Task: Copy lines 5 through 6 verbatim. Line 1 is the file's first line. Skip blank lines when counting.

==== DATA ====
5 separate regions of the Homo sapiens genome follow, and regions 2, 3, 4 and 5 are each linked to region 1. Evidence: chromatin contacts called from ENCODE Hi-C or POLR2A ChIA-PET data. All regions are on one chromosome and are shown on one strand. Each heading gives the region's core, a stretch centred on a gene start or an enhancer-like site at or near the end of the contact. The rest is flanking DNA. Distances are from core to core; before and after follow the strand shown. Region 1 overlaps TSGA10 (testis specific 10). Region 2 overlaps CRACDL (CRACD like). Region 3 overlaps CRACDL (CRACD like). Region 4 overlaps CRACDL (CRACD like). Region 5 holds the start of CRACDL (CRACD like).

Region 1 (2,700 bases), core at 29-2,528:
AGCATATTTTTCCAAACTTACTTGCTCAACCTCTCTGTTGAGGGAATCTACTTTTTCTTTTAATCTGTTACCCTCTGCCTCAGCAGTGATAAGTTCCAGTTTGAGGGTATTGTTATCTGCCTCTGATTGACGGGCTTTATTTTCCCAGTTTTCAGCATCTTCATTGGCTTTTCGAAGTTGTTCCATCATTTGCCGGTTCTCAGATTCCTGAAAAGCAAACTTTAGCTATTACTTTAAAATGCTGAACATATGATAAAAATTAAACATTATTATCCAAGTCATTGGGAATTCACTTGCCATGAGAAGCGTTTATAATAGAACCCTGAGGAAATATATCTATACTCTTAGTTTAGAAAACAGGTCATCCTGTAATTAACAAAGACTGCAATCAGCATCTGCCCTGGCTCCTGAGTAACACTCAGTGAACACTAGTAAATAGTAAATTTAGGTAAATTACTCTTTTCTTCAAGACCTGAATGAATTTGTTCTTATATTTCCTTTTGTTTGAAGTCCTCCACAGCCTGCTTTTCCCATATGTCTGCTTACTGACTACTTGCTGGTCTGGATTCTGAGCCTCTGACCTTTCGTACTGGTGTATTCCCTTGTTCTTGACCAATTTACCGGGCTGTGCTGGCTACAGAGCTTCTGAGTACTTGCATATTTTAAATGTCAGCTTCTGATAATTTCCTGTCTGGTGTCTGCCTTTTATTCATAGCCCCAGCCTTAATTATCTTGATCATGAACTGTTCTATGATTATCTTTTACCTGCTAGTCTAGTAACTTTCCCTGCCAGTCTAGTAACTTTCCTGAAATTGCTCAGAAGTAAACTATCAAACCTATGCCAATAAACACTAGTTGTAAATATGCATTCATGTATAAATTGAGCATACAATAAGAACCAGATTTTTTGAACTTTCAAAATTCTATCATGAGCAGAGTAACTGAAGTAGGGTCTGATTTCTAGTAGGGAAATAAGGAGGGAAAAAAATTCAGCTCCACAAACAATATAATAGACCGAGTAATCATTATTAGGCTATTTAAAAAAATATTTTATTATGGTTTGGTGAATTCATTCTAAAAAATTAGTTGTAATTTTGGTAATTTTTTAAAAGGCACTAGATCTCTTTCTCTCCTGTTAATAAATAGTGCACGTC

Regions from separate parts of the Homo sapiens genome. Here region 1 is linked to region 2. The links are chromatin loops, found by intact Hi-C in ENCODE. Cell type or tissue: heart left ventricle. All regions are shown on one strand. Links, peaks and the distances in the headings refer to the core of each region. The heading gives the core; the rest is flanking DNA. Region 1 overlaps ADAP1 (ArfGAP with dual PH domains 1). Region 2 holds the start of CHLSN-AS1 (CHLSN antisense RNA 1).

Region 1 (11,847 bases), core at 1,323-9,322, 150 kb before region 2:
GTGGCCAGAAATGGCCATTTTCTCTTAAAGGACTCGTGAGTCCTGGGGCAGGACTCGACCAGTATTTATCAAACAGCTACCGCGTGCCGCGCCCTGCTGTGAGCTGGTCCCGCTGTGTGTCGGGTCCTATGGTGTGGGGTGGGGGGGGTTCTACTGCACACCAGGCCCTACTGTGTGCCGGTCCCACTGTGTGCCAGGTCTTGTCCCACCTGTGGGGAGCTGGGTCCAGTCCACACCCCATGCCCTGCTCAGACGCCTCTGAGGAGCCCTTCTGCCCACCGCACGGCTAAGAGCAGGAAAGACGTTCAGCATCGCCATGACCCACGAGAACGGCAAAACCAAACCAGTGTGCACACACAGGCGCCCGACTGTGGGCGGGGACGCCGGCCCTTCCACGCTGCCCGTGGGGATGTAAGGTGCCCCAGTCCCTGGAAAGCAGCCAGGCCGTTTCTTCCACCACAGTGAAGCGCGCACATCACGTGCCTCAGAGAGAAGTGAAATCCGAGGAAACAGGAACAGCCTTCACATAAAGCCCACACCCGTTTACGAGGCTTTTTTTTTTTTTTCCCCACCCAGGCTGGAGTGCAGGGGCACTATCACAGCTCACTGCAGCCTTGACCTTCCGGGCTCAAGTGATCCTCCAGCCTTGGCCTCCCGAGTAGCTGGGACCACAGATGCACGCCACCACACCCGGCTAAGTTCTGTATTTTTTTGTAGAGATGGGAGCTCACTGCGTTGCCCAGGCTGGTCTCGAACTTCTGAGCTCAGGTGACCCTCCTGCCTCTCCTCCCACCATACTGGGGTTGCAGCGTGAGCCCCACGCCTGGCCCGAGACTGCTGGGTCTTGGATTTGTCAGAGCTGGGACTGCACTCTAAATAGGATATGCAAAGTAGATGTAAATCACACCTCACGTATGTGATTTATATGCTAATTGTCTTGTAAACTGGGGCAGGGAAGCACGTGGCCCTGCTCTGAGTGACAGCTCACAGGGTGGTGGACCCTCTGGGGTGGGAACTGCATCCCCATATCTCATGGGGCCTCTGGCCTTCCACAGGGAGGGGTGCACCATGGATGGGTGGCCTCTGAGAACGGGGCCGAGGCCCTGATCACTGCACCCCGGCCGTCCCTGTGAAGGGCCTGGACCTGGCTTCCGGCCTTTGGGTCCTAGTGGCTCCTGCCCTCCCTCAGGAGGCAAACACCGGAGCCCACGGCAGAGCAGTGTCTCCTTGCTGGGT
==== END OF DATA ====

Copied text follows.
Region 1 (11,847 bases), core at 1,323-9,322, 150 kb before region 2:
GTGGCCAGAAATGGCCATTTTCTCTTAAAGGACTCGTGAGTCCTGGGGCAGGACTCGACCAGTATTTATCAAACAGCTACCGCGTGCCGCGCCCTGCTGTGAGCTGGTCCCGCTGTGTGTCGGGTCCTATGGTGTGGGGTGGGGGGGGTTCTACTGCACACCAGGCCCTACTGTGTGCCGGTCCCACTGTGTGCCAGGTCTTGTCCCACCTGTGGGGAGCTGGGTCCAGTCCACACCCCATGCCCTGCTCAGACGCCTCTGAGGAGCCCTTCTGCCCACCGCACGGCTAAGAGCAGGAAAGACGTTCAGCATCGCCATGACCCACGAGAACGGCAAAACCAAACCAGTGTGCACACACAGGCGCCCGACTGTGGGCGGGGACGCCGGCCCTTCCACGCTGCCCGTGGGGATGTAAGGTGCCCCAGTCCCTGGAAAGCAGCCAGGCCGTTTCTTCCACCACAGTGAAGCGCGCACATCACGTGCCTCAGAGAGAAGTGAAATCCGAGGAAACAGGAACAGCCTTCACATAAAGCCCACACCCGTTTACGAGGCTTTTTTTTTTTTTTCCCCACCCAGGCTGGAGTGCAGGGGCACTATCACAGCTCACTGCAGCCTTGACCTTCCGGGCTCAAGTGATCCTCCAGCCTTGGCCTCCCGAGTAGCTGGGACCACAGATGCACGCCACCACACCCGGCTAAGTTCTGTATTTTTTTGTAGAGATGGGAGCTCACTGCGTTGCCCAGGCTGGTCTCGAACTTCTGAGCTCAGGTGACCCTCCTGCCTCTCCTCCCACCATACTGGGGTTGCAGCGTGAGCCCCACGCCTGGCCCGAGACTGCTGGGTCTTGGATTTGTCAGAGCTGGGACTGCACTCTAAATAGGATATGCAAAGTAGATGTAAATCACACCTCACGTATGTGATTTATATGCTAATTGTCTTGTAAACTGGGGCAGGGAAGCACGTGGCCCTGCTCTGAGTGACAGCTCACAGGGTGGTGGACCCTCTGGGGTGGGAACTGCATCCCCATATCTCATGGGGCCTCTGGCCTTCCACAGGGAGGGGTGCACCATGGATGGGTGGCCTCTGAGAACGGGGCCGAGGCCCTGATCACTGCACCCCGGCCGTCCCTGTGAAGGGCCTGGACCTGGCTTCCGGCCTTTGGGTCCTAGTGGCTCCTGCCCTCCCTCAGGAGGCAAACACCGGAGCCCACGGCAGAGCAGTGTCTCCTTGCTGGGT